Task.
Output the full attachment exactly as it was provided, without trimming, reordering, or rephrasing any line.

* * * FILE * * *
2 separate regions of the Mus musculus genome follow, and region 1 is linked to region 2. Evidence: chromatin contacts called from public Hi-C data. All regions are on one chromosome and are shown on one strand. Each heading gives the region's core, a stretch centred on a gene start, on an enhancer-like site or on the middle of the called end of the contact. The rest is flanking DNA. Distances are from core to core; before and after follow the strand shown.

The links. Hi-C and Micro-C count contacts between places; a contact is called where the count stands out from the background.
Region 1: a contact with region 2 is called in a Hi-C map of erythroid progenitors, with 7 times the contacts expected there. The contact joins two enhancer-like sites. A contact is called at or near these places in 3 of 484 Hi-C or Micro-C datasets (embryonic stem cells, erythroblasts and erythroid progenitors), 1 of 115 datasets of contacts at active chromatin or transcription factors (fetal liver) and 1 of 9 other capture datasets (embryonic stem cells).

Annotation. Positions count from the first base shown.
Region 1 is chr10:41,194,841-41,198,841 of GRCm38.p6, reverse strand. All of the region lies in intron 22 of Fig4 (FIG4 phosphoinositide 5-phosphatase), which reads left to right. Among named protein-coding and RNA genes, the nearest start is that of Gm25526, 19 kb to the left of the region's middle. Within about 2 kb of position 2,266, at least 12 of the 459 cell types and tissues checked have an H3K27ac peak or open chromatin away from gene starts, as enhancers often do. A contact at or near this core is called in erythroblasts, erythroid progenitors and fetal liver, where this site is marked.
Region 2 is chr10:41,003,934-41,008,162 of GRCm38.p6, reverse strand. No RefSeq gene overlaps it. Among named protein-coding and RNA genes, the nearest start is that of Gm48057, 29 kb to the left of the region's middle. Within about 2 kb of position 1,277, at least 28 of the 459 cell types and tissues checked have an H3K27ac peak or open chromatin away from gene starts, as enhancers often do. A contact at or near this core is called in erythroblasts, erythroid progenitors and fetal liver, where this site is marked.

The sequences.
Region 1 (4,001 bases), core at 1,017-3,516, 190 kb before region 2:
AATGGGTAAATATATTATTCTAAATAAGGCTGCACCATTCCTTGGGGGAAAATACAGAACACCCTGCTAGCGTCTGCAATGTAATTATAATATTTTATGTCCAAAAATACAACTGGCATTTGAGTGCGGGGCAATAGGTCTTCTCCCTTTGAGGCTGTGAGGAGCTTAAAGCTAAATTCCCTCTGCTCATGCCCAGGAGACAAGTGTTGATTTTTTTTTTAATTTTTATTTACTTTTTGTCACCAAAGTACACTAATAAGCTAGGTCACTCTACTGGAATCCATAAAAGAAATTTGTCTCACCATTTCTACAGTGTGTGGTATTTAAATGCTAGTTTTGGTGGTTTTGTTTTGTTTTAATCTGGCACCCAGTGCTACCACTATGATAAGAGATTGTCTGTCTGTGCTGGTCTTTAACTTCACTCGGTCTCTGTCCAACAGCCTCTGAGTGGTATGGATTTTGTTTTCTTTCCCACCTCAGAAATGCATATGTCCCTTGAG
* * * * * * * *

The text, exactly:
2 separate regions of the Mus musculus genome follow, and region 1 is linked to region 2. Evidence: chromatin contacts called from public Hi-C data. All regions are on one chromosome and are shown on one strand. Each heading gives the region's core, a stretch centred on a gene start, on an enhancer-like site or on the middle of the called end of the contact. The rest is flanking DNA. Distances are from core to core; before and after follow the strand shown.

The links. Hi-C and Micro-C count contacts between places; a contact is called where the count stands out from the background.
Region 1: a contact with region 2 is called in a Hi-C map of erythroid progenitors, with 7 times the contacts expected there. The contact joins two enhancer-like sites. A contact is called at or near these places in 3 of 484 Hi-C or Micro-C datasets (embryonic stem cells, erythroblasts and erythroid progenitors), 1 of 115 datasets of contacts at active chromatin or transcription factors (fetal liver) and 1 of 9 other capture datasets (embryonic stem cells).

Annotation. Positions count from the first base shown.
Region 1 is chr10:41,194,841-41,198,841 of GRCm38.p6, reverse strand. All of the region lies in intron 22 of Fig4 (FIG4 phosphoinositide 5-phosphatase), which reads left to right. Among named protein-coding and RNA genes, the nearest start is that of Gm25526, 19 kb to the left of the region's middle. Within about 2 kb of position 2,266, at least 12 of the 459 cell types and tissues checked have an H3K27ac peak or open chromatin away from gene starts, as enhancers often do. A contact at or near this core is called in erythroblasts, erythroid progenitors and fetal liver, where this site is marked.
Region 2 is chr10:41,003,934-41,008,162 of GRCm38.p6, reverse strand. No RefSeq gene overlaps it. Among named protein-coding and RNA genes, the nearest start is that of Gm48057, 29 kb to the left of the region's middle. Within about 2 kb of position 1,277, at least 28 of the 459 cell types and tissues checked have an H3K27ac peak or open chromatin away from gene starts, as enhancers often do. A contact at or near this core is called in erythroblasts, erythroid progenitors and fetal liver, where this site is marked.

The sequences.
Region 1 (4,001 bases), core at 1,017-3,516, 190 kb before region 2:
AATGGGTAAATATATTATTCTAAATAAGGCTGCACCATTCCTTGGGGGAAAATACAGAACACCCTGCTAGCGTCTGCAATGTAATTATAATATTTTATGTCCAAAAATACAACTGGCATTTGAGTGCGGGGCAATAGGTCTTCTCCCTTTGAGGCTGTGAGGAGCTTAAAGCTAAATTCCCTCTGCTCATGCCCAGGAGACAAGTGTTGATTTTTTTTTTAATTTTTATTTACTTTTTGTCACCAAAGTACACTAATAAGCTAGGTCACTCTACTGGAATCCATAAAAGAAATTTGTCTCACCATTTCTACAGTGTGTGGTATTTAAATGCTAGTTTTGGTGGTTTTGTTTTGTTTTAATCTGGCACCCAGTGCTACCACTATGATAAGAGATTGTCTGTCTGTGCTGGTCTTTAACTTCACTCGGTCTCTGTCCAACAGCCTCTGAGTGGTATGGATTTTGTTTTCTTTCCCACCTCAGAAATGCATATGTCCCTTGAG